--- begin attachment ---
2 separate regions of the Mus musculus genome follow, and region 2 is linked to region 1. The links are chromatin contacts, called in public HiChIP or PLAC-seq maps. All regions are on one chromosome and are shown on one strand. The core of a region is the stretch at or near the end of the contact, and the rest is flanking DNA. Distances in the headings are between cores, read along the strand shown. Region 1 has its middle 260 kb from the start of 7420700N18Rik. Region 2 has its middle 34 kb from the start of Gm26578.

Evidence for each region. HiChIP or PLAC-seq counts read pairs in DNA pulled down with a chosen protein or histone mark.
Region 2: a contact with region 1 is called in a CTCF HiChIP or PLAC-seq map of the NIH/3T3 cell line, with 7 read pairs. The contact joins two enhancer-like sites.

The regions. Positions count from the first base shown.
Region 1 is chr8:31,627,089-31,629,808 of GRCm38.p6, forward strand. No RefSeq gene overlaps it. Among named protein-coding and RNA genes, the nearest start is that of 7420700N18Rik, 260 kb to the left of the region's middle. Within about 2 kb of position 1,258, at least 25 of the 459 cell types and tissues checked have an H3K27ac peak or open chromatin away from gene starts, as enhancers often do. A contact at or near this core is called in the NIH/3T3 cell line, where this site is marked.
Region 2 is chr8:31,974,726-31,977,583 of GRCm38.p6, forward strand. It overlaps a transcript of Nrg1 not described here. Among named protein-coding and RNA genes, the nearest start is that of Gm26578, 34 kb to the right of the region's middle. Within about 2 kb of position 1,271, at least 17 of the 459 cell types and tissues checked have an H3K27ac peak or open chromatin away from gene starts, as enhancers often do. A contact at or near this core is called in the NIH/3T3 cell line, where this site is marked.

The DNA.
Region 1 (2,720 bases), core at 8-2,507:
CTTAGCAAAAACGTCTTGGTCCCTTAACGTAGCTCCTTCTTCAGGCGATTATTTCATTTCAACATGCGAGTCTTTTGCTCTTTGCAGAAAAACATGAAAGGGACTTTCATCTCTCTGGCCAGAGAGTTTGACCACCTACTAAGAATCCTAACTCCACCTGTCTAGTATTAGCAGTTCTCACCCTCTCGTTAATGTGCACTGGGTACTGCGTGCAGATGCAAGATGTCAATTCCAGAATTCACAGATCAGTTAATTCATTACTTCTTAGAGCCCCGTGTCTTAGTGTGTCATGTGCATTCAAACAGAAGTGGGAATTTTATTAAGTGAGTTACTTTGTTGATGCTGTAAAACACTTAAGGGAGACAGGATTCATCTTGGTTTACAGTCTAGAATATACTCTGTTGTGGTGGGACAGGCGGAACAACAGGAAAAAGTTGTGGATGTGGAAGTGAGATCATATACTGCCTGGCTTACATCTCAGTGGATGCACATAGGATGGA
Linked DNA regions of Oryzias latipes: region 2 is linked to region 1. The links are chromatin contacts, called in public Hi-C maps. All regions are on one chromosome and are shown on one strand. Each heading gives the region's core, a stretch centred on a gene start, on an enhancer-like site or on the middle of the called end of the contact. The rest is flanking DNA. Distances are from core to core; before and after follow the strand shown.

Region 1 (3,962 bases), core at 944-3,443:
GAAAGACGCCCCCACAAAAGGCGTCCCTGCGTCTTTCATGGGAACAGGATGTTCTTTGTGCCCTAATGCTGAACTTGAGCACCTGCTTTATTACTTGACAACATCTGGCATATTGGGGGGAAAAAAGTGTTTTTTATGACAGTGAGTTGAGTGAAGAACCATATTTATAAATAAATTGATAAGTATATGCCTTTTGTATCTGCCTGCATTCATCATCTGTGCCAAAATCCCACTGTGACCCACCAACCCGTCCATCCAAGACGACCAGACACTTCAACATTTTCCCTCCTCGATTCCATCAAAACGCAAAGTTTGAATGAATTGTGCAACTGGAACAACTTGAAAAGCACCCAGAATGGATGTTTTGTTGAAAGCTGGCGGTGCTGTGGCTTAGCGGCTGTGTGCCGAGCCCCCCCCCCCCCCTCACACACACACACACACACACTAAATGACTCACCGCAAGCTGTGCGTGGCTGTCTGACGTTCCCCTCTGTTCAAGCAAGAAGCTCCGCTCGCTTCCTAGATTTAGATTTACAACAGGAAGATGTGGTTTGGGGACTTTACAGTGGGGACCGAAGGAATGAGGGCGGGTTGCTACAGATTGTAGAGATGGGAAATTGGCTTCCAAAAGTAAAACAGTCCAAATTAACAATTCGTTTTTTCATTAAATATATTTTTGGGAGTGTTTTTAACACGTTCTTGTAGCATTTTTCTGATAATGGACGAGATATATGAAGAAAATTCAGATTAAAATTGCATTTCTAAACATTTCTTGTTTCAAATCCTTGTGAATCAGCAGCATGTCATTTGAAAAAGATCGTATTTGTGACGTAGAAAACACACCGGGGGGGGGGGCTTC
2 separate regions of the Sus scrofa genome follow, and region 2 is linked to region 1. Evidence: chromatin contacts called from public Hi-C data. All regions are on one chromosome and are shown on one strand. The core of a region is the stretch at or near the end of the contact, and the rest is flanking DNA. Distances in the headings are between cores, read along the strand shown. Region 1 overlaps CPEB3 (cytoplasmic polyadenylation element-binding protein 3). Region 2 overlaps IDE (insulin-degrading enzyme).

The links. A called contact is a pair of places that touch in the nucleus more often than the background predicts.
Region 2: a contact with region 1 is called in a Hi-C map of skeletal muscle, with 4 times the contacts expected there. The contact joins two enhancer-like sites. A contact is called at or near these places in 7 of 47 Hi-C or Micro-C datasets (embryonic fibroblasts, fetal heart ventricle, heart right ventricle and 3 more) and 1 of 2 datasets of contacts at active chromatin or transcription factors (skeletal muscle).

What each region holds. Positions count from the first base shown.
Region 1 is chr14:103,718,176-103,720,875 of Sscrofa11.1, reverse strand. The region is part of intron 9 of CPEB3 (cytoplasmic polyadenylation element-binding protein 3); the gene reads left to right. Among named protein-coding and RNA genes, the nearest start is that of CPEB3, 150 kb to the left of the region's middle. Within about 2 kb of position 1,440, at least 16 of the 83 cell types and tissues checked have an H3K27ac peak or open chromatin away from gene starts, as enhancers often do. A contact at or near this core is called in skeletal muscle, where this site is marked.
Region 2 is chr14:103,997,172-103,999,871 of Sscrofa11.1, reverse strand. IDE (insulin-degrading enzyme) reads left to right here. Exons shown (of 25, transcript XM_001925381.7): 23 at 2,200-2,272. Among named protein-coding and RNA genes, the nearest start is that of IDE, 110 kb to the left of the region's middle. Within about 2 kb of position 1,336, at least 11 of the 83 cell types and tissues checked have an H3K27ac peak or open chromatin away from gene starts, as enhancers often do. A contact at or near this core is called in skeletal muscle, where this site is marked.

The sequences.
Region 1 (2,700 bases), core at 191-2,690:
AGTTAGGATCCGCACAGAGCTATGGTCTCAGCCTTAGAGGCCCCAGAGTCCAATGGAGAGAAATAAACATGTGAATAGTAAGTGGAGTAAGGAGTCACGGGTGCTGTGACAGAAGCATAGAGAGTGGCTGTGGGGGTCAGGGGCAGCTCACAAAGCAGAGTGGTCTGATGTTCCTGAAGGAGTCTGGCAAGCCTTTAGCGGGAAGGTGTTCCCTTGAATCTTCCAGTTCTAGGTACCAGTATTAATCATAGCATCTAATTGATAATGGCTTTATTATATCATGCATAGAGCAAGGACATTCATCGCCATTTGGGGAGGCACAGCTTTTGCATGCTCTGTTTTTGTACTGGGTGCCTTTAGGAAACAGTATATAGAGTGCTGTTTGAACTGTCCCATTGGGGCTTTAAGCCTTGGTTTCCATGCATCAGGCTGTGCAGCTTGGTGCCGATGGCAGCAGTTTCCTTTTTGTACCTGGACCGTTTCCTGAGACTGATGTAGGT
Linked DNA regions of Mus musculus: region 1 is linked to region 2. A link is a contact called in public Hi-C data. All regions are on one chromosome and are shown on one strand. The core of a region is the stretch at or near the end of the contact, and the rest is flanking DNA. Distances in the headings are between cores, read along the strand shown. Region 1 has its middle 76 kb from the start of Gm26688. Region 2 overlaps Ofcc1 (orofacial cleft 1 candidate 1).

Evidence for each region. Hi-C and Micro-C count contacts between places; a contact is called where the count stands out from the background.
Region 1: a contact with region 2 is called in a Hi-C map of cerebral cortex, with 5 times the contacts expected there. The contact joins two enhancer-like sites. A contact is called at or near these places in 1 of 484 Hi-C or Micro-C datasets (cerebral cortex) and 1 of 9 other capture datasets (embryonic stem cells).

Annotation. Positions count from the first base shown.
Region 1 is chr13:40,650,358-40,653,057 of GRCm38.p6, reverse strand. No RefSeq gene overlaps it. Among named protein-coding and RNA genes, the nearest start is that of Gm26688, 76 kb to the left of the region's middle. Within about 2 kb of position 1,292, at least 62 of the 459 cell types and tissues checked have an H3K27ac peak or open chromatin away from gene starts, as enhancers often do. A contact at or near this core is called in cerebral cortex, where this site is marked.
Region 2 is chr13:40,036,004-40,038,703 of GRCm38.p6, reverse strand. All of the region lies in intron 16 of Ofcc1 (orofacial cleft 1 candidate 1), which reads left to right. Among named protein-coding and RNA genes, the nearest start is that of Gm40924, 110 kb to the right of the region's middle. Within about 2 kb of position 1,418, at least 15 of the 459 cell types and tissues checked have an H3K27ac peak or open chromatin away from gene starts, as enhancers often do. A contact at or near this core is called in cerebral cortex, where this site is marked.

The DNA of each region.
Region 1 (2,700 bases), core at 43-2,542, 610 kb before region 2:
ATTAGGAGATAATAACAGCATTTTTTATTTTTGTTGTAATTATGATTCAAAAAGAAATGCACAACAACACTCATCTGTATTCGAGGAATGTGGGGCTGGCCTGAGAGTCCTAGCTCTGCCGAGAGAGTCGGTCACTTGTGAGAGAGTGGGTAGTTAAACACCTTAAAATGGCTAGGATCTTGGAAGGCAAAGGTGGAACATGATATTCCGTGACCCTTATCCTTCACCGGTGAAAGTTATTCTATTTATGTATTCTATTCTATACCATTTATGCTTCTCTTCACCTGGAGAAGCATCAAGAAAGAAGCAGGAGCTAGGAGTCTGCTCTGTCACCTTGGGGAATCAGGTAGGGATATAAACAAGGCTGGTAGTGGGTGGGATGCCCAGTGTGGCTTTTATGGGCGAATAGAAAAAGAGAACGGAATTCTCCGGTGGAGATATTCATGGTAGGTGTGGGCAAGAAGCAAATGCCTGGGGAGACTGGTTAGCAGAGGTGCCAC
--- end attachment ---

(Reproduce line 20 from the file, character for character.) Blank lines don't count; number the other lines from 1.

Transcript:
Region 1 (2,700 bases), core at 191-2,690: